clock menu more-arrow no yes mobile

Filed under:

No. 20 UConn men’s hockey falls to No. 10 UMass, 2-1

The Huskies stayed close for two periods but ultimately fell to the better team.

Ian Bethune/The UConn Blog

UConn men’s hockey gave up two goals in the third period en route to a 2-1 loss to the No. 10 UMass Minutemen at the XL Center. After two scoreless periods, the Minutemen struck first on a power play eight minutes into the third and added a second with 2:55 remaining. While the Huskies pulled one back late, it wasn’t enough to overcome the deficit.

“UMass was the better team tonight”

Postgame, both coaches agreed that the better team came out on top on Friday night.

“I thought our guys were outstanding tonight and played a really solid 60 minutes,” UMass coach Greg Carvel said. “I thought we deserved the win.”

“UMass was the better team tonight, I thought, in a lot of areas,” UConn coach Mike Cavanaugh said. “They outplayed us.”

While the Minutemen owned the advantage in shots throughout the entire game, the Huskies had the better chances early on. Jachym Kondelik hit the post twice in the first period, Kevin O’Neil whiffed on a 2-on-1 chance and Vladislav Firstov couldn’t finish a breakaway — to name a few.

UConn just didn’t generate enough of those chances and were held to single-digit shot totals in every period and 20 on the game — tied for its lowest mark of the season.

“We didn’t get enough at their net, in my opinion,” Cavanaugh said. “We didn’t get enough pucks to the net or traffic around the net.”

While UMass featured a strong defense and five-year starter between the pipes in Matt Murray, the Huskies also struggled to keep the puck in the zone.

“I thought we were just late on our forecheck all night long. We were just a second late,” Cavanaugh said. “We’ve got to probably be a little more aggressive on our forecheck.”

As the game progressed, the Minutemen slowly gained more control. They owned the puck for long stretches at the end of the second period and then opened the third by taking 11 of the first 13 shots on net. It was only a matter of time until UMass finally found the breakthrough.

“It’s one of those games where you feel like you’re playing well and it’s gonna come eventually,” Carvel said. “That’s that’s how it felt to me. I was comfortable the way we were playing.”

Special teams struggle

UConn did its part to help the Minutemen find that breakthrough, though. The Huskies committed three penalties in the first eight minutes and while it took until its fourth power play, UMass eventually capitalized.

“We took too many penalties in the third period,” Cavanaugh said. “We’re still in the game going into the third period and you just can’t give a power play like that three in a row. When you do that, you’re asking for trouble and they got that goal.”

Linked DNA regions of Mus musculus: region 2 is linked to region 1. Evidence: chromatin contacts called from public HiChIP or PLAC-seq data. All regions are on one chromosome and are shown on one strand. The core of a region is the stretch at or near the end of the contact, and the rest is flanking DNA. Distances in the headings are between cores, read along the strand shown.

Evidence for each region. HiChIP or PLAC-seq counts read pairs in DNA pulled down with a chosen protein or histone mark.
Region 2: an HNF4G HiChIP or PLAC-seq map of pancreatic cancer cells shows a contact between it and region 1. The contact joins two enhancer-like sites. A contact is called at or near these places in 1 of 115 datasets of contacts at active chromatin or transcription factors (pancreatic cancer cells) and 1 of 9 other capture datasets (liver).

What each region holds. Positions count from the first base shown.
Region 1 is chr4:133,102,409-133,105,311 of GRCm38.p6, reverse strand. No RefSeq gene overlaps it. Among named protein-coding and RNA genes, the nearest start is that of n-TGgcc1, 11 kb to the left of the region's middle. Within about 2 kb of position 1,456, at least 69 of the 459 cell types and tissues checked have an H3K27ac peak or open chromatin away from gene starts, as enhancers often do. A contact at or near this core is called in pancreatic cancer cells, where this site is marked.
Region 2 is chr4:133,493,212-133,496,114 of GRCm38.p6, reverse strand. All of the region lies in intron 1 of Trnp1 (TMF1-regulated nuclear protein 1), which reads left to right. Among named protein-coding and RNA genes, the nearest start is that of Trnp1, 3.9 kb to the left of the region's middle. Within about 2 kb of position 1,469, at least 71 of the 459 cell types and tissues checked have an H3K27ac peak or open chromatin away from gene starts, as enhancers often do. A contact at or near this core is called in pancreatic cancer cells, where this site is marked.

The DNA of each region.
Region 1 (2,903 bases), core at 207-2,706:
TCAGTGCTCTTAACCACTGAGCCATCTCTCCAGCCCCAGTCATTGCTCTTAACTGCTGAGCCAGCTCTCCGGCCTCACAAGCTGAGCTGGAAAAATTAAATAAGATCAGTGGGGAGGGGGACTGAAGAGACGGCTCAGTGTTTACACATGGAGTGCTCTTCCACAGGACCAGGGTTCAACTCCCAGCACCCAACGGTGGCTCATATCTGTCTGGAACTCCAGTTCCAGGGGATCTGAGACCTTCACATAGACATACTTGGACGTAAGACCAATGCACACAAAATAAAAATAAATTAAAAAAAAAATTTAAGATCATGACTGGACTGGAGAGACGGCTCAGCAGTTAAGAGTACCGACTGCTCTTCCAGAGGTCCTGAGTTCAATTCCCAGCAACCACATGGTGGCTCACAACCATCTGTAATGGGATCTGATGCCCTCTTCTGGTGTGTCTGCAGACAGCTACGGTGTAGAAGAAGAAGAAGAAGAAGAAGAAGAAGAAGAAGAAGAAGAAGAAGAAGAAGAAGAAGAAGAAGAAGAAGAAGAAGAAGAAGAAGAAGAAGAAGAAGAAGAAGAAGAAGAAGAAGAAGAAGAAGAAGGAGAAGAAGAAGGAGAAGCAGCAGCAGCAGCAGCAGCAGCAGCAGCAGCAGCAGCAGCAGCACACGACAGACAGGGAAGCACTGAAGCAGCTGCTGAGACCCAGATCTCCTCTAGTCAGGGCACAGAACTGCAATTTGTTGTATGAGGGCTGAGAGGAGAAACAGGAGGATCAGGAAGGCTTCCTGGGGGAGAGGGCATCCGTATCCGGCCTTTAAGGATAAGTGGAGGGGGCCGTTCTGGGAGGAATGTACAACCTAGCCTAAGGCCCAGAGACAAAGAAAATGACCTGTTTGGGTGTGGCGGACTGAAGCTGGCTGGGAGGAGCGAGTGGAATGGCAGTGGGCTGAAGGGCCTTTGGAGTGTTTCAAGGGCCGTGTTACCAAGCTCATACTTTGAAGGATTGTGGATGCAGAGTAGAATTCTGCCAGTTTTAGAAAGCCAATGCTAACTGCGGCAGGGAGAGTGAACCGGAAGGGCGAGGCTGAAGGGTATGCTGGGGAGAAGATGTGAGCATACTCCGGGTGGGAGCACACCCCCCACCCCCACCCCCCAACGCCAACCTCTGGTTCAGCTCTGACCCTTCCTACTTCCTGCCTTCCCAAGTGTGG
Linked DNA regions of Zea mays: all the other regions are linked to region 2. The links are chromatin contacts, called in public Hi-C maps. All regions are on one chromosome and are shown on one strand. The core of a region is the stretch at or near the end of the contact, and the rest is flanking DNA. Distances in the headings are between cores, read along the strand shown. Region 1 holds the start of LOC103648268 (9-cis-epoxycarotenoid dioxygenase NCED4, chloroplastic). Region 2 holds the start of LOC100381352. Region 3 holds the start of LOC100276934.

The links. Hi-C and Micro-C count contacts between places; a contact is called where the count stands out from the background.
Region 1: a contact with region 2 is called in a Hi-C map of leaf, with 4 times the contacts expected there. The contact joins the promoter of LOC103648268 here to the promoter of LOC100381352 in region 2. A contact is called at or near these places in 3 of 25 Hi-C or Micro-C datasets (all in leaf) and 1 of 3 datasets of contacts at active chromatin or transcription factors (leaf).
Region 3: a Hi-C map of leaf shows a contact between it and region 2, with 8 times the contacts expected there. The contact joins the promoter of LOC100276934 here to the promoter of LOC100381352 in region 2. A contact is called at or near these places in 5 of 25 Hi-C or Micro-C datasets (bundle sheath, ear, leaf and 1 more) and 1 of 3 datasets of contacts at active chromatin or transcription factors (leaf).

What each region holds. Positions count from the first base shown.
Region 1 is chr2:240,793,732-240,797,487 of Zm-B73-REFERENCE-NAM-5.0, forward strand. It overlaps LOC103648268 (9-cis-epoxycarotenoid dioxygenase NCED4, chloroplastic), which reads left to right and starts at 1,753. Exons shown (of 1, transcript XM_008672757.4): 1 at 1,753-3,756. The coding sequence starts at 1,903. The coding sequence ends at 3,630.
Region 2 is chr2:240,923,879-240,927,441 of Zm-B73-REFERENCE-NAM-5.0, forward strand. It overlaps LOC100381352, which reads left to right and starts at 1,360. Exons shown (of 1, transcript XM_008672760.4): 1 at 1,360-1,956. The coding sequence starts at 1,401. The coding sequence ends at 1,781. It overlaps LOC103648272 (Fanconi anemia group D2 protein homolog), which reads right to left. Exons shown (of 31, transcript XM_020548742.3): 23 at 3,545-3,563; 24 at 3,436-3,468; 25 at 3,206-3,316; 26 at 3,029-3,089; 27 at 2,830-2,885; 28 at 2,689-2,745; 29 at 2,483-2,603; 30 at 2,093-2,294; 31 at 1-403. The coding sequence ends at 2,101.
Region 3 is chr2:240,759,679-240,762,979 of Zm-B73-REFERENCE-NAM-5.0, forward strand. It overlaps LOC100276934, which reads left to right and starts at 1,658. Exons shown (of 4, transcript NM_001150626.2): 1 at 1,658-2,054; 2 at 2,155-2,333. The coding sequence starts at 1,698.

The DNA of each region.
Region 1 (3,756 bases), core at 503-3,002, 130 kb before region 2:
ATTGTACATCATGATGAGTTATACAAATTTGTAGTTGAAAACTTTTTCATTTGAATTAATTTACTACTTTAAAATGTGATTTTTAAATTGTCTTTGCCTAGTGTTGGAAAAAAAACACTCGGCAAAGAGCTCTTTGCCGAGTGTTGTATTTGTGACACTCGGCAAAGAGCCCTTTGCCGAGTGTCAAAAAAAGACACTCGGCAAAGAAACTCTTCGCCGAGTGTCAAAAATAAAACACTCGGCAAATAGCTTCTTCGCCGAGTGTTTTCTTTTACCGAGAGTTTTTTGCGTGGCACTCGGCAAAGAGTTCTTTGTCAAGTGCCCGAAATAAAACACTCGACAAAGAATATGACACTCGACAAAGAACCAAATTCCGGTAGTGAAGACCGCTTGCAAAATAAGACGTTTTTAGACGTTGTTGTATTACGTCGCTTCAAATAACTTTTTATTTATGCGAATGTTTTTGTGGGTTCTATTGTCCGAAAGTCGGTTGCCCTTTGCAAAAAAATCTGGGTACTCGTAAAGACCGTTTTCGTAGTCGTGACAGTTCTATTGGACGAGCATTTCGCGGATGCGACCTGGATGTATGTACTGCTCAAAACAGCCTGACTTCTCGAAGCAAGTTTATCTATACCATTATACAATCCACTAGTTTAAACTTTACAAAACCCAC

It’s not as if UConn gave the officials much of a choice, either.

“I think they were penalties. We’ve just got to be more disciplined,” Cavanaugh said of the calls in the third period. “I think that we could have avoided a couple of those penalties. That wasn’t the referee’s fault.”

The Minutemen’s power play totals are deceptive, too. Their second and third power plays were both shortened thanks to a penalty of their own, so they only had a pair of full, two-minute advantages. The first came in the second period and UConn killed it without much trouble. UMass finally scored the opener on the second power play thanks to a relatively simple adjustment.

“We went into the game with a couple set plays that we wanted to use against them and we didn’t bother trying to use any of them and so the first power play looked terrible,” Carvel said. “I said in the intermission, ‘Why don’t we just try to do what we’re supposed to do?’ That play from behind the net (that resulted in the goal) was a set was good to see that execution.”

UConn only had one traditional 5-on-4 power play for two minutes late in the third period while trailing by one. The Huskies won the opening face-off and then the two defensemen passed it back and forth to each other without looking much in the direction of net. UConn eventually fired a low-percentage chances toward goal and then spent the rest of the advantage retrieving the puck from its own end.

“The first one we won that draw, I’d like to see us play with a little more pace and be more in attack mode,” Cavanaugh said. “That’s something we’ll work on.”

Although the Huskies converted on their next power play, it came on a 6-on-4 chance after they pulled Darion Hanson. It made the final minute more interesting but ultimately didn’t factor into the final result.

Quote of note

“I don’t think we were as sharp as we could be.” — Mike Cavanaugh on his team’s performance.

Other notes

  • The loss snaps UConn’s streak of six straight wins in Hockey East play. The Huskies fall to 16-12-0 on the season and 12-7-0 in the league. They dropped to fourth in the standings after UMass Lowell, UMass and Merrimack all won.
  • Kondelik picked up the helper on Turnbull’s goal, which means he’s now tied with Sean Ambrosie for the most career assists in UConn’s Division I history with 71.
  • The crowd of 4,358 was the Huskies’ second-largest of the season at the XL Center, behind only Boston College on Nov. 12 (5,694).

Up next

UConn will make the return trip to Amherst tomorrow for a must-win game at UMass. Puck drop is set for 7:30 p.m. EST on NESN+ and SportsLive.